Buildings must help a 15-minute to green space target

From 12 February all major housing developments are required to deliver at least a 10 per cent benefit for nature with England becoming the first country to make such a gain a legal requirement.

The Department for Environment, Food & Rural Affairs’ Biodiversity Net Gain regulation, introduced through the Environment Act, should help deliver on the Government’s commitment to halt species decline by 2030. It means developers in England are now legally required to deliver at least a 10 per cent increase in biodiversity when major building projects are undertaken.

Environment Minister, Rebecca Pow, said: “Biodiversity Net Gain will help us deliver the beautiful homes the country needs, support wildlife and create great places for people to live. This vital tool builds on our work to reverse the decline in nature and for everyone to live within a 15-minute walk of a green space or water and will transform how development and nature can work together to benefit communities.”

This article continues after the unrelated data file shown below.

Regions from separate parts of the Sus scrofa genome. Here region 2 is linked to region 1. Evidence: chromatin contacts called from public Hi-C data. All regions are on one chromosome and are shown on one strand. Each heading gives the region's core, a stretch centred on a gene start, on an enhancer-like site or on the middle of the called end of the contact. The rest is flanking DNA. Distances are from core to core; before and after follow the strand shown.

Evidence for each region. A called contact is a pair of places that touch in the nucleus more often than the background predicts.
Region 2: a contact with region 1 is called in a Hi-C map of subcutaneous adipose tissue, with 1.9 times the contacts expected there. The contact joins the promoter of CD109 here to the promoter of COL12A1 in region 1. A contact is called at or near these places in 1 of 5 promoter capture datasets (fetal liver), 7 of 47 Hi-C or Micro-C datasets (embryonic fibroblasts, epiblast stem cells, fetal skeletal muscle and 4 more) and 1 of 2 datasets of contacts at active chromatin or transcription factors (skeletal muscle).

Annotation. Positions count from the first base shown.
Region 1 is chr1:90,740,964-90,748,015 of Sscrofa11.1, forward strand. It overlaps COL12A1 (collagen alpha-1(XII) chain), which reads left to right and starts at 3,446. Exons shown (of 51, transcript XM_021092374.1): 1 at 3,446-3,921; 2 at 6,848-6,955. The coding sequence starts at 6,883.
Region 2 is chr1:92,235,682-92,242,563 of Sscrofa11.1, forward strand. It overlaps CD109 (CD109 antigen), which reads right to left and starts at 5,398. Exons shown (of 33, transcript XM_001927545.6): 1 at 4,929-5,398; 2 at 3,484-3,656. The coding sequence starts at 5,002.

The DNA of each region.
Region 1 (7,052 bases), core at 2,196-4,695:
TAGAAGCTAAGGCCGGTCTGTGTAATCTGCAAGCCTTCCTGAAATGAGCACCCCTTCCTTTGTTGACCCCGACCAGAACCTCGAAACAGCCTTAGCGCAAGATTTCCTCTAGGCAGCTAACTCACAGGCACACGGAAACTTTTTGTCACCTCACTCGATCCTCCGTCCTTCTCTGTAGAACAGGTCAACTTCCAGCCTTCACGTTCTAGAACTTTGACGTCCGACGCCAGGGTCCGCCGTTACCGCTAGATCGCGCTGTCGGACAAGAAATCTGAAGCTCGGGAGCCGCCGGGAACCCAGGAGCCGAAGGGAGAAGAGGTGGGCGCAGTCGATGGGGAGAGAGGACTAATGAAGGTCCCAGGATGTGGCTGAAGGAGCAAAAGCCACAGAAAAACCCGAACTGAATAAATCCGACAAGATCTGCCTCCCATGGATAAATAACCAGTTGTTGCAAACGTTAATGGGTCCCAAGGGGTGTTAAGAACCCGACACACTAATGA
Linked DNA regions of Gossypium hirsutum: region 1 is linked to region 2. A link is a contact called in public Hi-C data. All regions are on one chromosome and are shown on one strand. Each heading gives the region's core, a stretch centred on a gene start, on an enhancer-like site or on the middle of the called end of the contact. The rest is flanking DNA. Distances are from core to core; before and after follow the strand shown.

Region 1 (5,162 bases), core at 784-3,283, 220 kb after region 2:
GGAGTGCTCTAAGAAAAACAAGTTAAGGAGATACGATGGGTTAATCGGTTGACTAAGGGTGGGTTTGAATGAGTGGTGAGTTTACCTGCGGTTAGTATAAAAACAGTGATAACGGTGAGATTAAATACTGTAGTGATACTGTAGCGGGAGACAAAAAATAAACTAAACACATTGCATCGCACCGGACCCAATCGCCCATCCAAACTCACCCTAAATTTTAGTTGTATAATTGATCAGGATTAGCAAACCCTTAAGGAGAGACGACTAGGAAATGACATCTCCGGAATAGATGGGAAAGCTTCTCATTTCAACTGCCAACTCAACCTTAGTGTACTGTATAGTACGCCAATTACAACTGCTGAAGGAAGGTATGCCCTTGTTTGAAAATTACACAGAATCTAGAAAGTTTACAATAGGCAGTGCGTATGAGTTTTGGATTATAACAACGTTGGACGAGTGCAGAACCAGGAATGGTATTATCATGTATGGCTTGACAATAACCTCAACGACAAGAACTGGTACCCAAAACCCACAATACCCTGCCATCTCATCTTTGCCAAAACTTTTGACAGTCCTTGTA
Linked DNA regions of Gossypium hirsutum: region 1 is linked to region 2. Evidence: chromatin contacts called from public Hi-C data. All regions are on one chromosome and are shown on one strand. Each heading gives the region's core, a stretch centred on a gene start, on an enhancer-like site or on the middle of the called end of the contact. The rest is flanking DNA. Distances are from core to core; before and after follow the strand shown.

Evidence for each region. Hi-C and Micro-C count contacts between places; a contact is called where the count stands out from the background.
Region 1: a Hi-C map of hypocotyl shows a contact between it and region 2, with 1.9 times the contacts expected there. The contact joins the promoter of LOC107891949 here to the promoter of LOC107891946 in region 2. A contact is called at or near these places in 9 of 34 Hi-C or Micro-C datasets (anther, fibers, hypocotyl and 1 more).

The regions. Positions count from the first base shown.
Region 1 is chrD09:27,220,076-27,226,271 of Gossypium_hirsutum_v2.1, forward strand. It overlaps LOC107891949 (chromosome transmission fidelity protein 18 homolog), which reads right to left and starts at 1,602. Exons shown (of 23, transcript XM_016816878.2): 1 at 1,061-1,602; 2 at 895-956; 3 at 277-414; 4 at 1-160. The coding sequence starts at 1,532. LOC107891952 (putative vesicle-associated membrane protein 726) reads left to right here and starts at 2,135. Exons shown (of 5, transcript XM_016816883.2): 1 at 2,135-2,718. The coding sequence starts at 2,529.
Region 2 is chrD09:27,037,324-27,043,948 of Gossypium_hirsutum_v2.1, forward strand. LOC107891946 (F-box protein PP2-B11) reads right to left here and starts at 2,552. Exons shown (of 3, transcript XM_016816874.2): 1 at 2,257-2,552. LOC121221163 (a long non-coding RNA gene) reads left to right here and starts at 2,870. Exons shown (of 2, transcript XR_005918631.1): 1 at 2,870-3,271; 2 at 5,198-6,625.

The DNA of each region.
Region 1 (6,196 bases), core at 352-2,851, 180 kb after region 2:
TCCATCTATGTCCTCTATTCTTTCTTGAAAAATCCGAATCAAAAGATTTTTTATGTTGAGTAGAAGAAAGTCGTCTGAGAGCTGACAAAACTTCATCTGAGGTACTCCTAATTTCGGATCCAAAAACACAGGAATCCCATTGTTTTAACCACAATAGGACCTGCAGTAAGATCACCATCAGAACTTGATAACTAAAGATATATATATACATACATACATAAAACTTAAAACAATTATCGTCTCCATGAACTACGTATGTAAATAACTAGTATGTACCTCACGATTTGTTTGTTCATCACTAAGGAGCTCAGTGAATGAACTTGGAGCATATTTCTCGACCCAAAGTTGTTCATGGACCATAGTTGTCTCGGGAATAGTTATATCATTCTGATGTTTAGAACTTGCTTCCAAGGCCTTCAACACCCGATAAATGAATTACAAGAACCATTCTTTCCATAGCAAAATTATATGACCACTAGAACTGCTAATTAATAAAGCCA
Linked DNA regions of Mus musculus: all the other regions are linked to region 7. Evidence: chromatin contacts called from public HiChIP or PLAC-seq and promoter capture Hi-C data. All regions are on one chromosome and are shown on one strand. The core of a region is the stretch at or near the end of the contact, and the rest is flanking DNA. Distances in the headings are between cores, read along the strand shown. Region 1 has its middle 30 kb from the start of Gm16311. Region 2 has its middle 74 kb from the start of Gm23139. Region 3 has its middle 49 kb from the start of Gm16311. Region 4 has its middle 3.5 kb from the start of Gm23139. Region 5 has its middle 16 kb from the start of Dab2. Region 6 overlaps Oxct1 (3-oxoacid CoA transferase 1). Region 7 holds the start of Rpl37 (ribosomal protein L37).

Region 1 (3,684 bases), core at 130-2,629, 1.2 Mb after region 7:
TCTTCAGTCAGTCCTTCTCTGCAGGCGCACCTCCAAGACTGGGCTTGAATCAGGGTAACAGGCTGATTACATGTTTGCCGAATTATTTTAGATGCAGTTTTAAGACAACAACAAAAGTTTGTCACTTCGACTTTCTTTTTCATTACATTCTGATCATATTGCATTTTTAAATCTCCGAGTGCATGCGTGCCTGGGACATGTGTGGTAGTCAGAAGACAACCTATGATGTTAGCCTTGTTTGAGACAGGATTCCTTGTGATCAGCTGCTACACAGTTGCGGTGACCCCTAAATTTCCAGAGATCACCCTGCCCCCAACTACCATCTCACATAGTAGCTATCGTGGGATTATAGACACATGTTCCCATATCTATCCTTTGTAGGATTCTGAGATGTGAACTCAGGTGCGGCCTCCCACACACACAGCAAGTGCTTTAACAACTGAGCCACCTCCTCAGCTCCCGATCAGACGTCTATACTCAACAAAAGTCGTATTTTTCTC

Biodiversity Net Gain requires development to avoid harm to nature, but where that is unavoidable, developers must create new habitats or enhance existing ones either within the site itself or by investing in nature sites elsewhere. Where this is not possible, developers can purchase off-site biodiversity units from landowners via a private market.

Biodiversity Net Gain is measured in biodiversity units calculated through the statutory metric tool. This calculates how many units a habitat contains before development, to then calculate how many biodiversity units are needed to provide at least 10 per cent gain. The statutory biodiversity metric considers the size, quality, location, and type of habitat.

Share Story:

Recent Stories